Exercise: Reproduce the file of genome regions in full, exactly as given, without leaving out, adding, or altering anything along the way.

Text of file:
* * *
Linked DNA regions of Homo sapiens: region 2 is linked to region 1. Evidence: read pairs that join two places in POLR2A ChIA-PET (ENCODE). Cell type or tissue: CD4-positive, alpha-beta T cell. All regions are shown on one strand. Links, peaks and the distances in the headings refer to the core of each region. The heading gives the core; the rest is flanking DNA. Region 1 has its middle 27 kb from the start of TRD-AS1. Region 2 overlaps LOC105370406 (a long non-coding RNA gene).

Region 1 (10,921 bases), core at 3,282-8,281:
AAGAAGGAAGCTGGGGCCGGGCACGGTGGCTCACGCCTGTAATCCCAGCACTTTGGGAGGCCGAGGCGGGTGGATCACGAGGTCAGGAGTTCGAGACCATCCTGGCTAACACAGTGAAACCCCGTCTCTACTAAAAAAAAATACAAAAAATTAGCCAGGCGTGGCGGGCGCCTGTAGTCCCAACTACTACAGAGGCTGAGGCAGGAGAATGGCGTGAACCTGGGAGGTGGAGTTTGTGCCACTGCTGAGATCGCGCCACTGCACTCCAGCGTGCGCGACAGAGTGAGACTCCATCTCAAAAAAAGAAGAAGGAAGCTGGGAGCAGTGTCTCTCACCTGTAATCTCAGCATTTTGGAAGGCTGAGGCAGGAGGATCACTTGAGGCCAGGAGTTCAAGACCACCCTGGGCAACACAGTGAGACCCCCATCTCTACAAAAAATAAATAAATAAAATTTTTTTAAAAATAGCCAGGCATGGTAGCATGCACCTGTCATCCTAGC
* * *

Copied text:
Linked DNA regions of Homo sapiens: region 2 is linked to region 1. Evidence: read pairs that join two places in POLR2A ChIA-PET (ENCODE). Cell type or tissue: CD4-positive, alpha-beta T cell. All regions are shown on one strand. Links, peaks and the distances in the headings refer to the core of each region. The heading gives the core; the rest is flanking DNA. Region 1 has its middle 27 kb from the start of TRD-AS1. Region 2 overlaps LOC105370406 (a long non-coding RNA gene).

Region 1 (10,921 bases), core at 3,282-8,281:
AAGAAGGAAGCTGGGGCCGGGCACGGTGGCTCACGCCTGTAATCCCAGCACTTTGGGAGGCCGAGGCGGGTGGATCACGAGGTCAGGAGTTCGAGACCATCCTGGCTAACACAGTGAAACCCCGTCTCTACTAAAAAAAAATACAAAAAATTAGCCAGGCGTGGCGGGCGCCTGTAGTCCCAACTACTACAGAGGCTGAGGCAGGAGAATGGCGTGAACCTGGGAGGTGGAGTTTGTGCCACTGCTGAGATCGCGCCACTGCACTCCAGCGTGCGCGACAGAGTGAGACTCCATCTCAAAAAAAGAAGAAGGAAGCTGGGAGCAGTGTCTCTCACCTGTAATCTCAGCATTTTGGAAGGCTGAGGCAGGAGGATCACTTGAGGCCAGGAGTTCAAGACCACCCTGGGCAACACAGTGAGACCCCCATCTCTACAAAAAATAAATAAATAAAATTTTTTTAAAAATAGCCAGGCATGGTAGCATGCACCTGTCATCCTAGC